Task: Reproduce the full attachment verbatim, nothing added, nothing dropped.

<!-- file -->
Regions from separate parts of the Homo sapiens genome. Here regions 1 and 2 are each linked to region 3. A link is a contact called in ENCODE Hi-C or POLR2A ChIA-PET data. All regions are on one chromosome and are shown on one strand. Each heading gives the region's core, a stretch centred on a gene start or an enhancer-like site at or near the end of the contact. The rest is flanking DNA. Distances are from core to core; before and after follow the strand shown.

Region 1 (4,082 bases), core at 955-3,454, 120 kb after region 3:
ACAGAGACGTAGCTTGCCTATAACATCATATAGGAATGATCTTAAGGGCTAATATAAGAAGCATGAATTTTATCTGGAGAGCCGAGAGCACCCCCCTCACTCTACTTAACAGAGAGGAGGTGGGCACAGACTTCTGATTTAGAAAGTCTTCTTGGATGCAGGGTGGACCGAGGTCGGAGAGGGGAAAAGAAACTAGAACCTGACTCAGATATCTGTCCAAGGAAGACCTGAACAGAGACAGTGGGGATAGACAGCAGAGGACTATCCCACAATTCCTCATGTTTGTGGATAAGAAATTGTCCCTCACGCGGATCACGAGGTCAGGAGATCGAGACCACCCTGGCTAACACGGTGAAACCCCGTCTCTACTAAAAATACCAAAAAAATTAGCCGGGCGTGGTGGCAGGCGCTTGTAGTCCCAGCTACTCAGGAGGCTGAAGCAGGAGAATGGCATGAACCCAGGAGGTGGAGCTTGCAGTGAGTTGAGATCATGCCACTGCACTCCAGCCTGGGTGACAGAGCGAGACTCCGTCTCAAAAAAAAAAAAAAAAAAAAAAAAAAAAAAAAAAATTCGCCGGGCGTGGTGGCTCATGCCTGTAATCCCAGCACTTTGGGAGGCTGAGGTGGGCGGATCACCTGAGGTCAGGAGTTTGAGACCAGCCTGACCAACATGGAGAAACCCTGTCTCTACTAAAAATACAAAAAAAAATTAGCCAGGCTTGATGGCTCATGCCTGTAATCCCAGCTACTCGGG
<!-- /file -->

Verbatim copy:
Regions from separate parts of the Homo sapiens genome. Here regions 1 and 2 are each linked to region 3. A link is a contact called in ENCODE Hi-C or POLR2A ChIA-PET data. All regions are on one chromosome and are shown on one strand. Each heading gives the region's core, a stretch centred on a gene start or an enhancer-like site at or near the end of the contact. The rest is flanking DNA. Distances are from core to core; before and after follow the strand shown.

Region 1 (4,082 bases), core at 955-3,454, 120 kb after region 3:
ACAGAGACGTAGCTTGCCTATAACATCATATAGGAATGATCTTAAGGGCTAATATAAGAAGCATGAATTTTATCTGGAGAGCCGAGAGCACCCCCCTCACTCTACTTAACAGAGAGGAGGTGGGCACAGACTTCTGATTTAGAAAGTCTTCTTGGATGCAGGGTGGACCGAGGTCGGAGAGGGGAAAAGAAACTAGAACCTGACTCAGATATCTGTCCAAGGAAGACCTGAACAGAGACAGTGGGGATAGACAGCAGAGGACTATCCCACAATTCCTCATGTTTGTGGATAAGAAATTGTCCCTCACGCGGATCACGAGGTCAGGAGATCGAGACCACCCTGGCTAACACGGTGAAACCCCGTCTCTACTAAAAATACCAAAAAAATTAGCCGGGCGTGGTGGCAGGCGCTTGTAGTCCCAGCTACTCAGGAGGCTGAAGCAGGAGAATGGCATGAACCCAGGAGGTGGAGCTTGCAGTGAGTTGAGATCATGCCACTGCACTCCAGCCTGGGTGACAGAGCGAGACTCCGTCTCAAAAAAAAAAAAAAAAAAAAAAAAAAAAAAAAAAATTCGCCGGGCGTGGTGGCTCATGCCTGTAATCCCAGCACTTTGGGAGGCTGAGGTGGGCGGATCACCTGAGGTCAGGAGTTTGAGACCAGCCTGACCAACATGGAGAAACCCTGTCTCTACTAAAAATACAAAAAAAAATTAGCCAGGCTTGATGGCTCATGCCTGTAATCCCAGCTACTCGGG